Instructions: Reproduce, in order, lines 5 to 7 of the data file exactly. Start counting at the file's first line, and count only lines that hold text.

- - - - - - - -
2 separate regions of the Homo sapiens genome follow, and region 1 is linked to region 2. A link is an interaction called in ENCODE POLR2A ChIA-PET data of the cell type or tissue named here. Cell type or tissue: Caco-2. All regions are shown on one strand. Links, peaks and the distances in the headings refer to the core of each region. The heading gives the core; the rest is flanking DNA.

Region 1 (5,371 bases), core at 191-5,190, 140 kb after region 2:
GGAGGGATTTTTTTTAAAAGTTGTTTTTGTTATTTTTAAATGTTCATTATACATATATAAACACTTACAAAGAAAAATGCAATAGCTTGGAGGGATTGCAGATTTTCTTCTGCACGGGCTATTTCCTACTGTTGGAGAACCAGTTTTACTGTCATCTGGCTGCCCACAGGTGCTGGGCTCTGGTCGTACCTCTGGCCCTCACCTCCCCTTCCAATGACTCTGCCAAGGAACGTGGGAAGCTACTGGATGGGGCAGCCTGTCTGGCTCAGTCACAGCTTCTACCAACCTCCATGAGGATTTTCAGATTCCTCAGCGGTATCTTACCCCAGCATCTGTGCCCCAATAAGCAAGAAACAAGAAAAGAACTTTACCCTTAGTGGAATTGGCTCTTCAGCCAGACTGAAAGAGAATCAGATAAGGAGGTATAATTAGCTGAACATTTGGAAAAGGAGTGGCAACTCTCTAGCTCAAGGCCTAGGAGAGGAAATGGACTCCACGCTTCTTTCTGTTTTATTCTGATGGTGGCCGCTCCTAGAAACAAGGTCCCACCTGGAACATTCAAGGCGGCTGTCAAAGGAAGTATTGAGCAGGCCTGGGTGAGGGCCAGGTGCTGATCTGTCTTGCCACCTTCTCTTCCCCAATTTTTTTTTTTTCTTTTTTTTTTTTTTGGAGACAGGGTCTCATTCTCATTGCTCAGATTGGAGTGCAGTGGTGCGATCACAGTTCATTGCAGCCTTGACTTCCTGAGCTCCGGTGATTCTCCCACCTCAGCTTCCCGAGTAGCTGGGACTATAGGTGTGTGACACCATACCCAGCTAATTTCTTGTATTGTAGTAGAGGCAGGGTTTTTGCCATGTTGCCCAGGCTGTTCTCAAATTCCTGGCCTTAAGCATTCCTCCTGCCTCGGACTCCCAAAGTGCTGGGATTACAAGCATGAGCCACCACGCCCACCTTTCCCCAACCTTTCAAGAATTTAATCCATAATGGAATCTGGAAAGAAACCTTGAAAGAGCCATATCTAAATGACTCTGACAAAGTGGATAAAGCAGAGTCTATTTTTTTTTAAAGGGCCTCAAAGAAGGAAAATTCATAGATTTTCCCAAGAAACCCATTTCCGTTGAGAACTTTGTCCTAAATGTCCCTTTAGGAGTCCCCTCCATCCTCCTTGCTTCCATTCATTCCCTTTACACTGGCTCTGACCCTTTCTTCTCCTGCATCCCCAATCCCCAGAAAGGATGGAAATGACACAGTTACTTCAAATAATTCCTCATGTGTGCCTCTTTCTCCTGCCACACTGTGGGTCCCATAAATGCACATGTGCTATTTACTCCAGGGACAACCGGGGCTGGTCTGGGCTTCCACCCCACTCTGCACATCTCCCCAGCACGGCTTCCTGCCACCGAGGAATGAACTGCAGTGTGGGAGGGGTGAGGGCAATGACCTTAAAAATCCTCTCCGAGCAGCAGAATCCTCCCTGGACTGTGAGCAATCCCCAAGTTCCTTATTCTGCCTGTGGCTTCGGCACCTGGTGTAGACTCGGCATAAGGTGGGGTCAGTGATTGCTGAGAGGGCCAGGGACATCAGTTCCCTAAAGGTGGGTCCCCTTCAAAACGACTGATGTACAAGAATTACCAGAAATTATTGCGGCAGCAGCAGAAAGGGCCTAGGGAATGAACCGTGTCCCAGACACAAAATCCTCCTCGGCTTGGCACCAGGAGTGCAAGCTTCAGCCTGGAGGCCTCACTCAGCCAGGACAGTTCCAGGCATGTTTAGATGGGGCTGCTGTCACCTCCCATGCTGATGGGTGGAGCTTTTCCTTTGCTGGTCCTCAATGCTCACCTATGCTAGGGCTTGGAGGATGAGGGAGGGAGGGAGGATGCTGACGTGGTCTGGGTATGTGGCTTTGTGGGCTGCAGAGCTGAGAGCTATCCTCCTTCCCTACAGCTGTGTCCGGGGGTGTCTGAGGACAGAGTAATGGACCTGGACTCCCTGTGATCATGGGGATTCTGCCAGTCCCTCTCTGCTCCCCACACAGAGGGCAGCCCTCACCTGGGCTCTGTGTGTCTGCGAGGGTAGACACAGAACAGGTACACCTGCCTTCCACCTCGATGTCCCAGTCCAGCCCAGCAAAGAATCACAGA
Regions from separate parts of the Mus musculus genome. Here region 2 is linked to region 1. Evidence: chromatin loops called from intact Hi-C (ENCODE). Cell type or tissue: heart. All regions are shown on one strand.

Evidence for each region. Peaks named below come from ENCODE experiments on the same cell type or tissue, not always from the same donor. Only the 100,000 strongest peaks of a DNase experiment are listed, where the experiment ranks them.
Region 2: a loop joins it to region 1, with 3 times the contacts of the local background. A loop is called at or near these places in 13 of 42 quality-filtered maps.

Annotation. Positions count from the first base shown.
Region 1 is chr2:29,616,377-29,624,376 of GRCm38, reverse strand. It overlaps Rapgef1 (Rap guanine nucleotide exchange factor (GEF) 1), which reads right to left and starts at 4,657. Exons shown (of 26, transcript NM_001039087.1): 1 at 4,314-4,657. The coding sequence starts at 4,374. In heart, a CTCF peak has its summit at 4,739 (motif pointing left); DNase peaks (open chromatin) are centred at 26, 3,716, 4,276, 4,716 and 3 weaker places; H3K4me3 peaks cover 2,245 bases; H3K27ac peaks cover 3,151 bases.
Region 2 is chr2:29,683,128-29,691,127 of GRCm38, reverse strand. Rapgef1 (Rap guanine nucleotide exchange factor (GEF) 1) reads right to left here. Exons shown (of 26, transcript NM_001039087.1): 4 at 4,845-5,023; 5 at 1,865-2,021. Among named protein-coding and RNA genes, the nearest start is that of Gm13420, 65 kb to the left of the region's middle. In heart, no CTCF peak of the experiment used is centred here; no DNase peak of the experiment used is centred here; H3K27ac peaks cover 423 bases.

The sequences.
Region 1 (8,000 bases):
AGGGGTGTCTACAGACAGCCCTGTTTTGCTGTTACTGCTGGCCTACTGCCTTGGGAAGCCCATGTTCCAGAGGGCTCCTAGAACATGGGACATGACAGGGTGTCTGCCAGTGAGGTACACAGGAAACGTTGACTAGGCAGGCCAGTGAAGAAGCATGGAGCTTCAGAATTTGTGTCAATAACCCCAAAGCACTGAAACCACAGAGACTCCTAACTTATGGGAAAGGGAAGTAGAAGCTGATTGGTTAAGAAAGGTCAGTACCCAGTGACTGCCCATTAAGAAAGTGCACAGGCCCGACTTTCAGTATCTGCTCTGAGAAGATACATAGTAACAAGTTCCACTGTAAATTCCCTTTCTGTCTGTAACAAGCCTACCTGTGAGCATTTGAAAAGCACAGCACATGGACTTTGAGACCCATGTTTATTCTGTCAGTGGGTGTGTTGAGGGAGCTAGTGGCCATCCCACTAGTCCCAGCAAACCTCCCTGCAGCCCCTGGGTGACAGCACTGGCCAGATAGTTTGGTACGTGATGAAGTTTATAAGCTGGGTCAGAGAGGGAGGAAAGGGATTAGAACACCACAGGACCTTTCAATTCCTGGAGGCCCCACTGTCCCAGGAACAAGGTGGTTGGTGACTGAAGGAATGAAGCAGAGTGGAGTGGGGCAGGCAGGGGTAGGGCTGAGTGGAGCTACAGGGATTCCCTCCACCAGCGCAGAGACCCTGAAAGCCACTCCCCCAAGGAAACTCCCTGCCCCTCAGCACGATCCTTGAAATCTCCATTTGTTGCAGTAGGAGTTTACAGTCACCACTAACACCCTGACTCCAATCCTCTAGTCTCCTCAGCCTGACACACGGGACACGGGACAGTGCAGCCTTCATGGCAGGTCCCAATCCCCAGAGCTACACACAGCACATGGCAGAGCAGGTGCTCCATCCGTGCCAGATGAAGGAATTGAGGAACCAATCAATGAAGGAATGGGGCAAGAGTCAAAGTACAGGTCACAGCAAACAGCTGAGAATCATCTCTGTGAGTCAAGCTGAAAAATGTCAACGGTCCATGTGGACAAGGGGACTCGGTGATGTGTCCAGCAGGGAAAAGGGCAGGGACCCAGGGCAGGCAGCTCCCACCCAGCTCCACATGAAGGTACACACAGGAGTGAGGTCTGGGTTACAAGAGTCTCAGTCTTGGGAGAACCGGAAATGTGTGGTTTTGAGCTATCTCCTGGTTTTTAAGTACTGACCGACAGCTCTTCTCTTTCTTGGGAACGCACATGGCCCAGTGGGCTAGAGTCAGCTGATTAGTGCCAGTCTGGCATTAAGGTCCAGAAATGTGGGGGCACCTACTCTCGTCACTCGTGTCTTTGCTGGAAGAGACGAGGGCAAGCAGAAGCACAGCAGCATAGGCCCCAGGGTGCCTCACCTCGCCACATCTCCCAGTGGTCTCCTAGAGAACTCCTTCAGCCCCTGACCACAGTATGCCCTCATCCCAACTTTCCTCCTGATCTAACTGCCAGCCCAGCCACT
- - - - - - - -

Evidence for each region. Peaks named below come from ENCODE experiments on the same cell type or tissue, not always from the same donor. Only the 100,000 strongest peaks of a DNase experiment are listed, where the experiment ranks them.
Region 2: a loop joins it to region 1, with 3 times the contacts of the local background. A loop is called at or near these places in 13 of 42 quality-filtered maps.

Annotation. Positions count from the first base shown.